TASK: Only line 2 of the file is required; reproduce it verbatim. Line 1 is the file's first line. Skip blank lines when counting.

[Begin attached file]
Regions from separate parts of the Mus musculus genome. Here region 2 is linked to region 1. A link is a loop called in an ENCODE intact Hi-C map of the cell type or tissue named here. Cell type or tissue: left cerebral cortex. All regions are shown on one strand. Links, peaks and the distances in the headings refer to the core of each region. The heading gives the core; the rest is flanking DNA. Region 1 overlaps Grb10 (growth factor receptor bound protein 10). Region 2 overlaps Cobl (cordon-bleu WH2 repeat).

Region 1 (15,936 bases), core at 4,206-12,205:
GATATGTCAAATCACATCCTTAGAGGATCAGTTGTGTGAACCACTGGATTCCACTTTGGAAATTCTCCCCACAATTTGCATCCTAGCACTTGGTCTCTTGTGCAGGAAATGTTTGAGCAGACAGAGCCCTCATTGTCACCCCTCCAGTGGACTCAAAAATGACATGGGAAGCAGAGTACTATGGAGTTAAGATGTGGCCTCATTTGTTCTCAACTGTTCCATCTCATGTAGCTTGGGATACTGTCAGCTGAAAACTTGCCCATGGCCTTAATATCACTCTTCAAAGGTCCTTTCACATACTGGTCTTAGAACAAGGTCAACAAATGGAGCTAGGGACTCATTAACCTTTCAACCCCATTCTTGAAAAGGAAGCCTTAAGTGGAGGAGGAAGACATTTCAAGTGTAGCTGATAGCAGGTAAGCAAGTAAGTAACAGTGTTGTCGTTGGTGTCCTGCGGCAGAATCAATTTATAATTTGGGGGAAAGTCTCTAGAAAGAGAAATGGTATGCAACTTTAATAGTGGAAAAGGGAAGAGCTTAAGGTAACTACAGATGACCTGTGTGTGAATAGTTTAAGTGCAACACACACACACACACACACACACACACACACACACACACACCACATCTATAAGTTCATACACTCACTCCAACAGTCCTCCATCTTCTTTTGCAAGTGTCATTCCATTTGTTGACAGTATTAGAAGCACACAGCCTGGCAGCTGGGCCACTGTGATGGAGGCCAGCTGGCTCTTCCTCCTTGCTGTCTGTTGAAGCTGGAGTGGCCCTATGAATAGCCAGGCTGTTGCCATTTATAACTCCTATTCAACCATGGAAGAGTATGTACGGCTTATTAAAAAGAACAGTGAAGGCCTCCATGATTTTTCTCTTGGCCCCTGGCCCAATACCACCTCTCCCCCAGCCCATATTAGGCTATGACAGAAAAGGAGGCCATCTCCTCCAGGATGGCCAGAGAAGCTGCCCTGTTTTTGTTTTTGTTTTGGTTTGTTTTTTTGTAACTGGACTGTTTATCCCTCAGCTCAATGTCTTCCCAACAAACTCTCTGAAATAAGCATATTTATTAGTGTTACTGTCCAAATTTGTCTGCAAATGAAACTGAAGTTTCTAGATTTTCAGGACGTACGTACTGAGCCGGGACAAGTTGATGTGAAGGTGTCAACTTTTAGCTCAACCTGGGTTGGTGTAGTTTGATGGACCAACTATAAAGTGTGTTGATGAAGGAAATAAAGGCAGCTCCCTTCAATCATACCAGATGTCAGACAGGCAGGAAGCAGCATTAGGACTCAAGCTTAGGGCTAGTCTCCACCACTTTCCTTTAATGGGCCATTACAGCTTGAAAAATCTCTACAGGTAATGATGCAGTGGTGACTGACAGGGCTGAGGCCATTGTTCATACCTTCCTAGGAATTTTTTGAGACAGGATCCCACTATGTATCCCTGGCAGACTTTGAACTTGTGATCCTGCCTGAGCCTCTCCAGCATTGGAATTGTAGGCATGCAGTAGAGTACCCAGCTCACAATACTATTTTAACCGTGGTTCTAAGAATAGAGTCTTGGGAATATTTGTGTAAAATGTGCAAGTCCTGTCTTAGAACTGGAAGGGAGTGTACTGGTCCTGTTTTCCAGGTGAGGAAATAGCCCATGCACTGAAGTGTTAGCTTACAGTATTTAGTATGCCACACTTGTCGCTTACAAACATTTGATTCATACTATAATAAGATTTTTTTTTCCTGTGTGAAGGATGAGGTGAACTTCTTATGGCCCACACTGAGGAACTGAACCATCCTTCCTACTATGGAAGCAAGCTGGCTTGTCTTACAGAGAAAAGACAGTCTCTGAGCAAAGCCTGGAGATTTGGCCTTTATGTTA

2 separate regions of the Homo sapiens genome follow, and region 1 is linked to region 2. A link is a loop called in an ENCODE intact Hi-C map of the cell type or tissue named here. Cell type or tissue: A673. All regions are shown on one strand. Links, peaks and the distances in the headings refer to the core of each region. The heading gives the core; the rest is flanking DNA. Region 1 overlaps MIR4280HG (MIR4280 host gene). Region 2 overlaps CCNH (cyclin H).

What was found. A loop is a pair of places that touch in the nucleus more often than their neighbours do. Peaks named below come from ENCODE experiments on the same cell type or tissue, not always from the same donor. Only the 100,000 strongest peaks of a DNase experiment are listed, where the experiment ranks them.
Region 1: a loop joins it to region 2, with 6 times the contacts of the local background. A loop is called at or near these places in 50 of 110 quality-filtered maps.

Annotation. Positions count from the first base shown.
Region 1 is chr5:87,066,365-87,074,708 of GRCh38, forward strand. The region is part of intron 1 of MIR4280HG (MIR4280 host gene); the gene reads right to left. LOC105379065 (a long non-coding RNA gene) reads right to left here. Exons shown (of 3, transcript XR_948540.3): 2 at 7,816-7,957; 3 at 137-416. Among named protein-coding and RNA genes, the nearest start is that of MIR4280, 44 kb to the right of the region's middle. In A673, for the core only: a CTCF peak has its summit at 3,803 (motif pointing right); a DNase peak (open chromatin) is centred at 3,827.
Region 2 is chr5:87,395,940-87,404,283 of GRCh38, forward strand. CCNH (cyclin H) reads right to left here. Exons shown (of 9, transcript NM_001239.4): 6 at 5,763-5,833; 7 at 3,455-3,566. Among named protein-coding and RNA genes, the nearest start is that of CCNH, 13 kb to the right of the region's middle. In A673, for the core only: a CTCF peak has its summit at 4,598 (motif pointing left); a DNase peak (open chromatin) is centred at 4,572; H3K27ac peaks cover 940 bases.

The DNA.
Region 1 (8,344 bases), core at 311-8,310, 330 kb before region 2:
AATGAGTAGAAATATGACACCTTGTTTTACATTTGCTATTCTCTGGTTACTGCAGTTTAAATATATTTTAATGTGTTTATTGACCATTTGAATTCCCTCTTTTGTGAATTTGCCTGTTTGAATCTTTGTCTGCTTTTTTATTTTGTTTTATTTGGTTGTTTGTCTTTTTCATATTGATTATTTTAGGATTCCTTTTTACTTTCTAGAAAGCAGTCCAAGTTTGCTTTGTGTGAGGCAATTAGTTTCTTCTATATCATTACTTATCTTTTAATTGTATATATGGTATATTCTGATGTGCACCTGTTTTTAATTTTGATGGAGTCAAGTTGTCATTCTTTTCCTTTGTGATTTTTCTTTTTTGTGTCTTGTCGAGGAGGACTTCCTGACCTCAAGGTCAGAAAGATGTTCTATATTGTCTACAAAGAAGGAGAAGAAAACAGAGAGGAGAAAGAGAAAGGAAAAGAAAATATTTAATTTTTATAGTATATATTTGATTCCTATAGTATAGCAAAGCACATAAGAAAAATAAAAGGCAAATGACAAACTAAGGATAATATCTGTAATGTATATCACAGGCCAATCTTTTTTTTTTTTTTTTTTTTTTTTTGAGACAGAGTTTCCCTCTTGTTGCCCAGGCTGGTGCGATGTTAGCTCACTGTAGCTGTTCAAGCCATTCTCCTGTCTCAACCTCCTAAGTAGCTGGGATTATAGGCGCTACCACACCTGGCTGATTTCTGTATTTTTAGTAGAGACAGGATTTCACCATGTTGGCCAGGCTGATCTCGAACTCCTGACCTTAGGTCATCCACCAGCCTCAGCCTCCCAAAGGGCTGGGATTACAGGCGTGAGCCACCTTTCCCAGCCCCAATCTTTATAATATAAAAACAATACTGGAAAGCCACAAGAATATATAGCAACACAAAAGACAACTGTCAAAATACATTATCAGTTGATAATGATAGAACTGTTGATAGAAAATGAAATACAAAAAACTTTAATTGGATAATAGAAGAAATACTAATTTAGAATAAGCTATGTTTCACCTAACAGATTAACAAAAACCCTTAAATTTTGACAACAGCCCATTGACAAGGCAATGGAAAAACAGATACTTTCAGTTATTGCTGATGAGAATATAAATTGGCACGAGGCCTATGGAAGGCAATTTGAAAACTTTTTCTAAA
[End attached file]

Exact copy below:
Region 1 (15,936 bases), core at 4,206-12,205: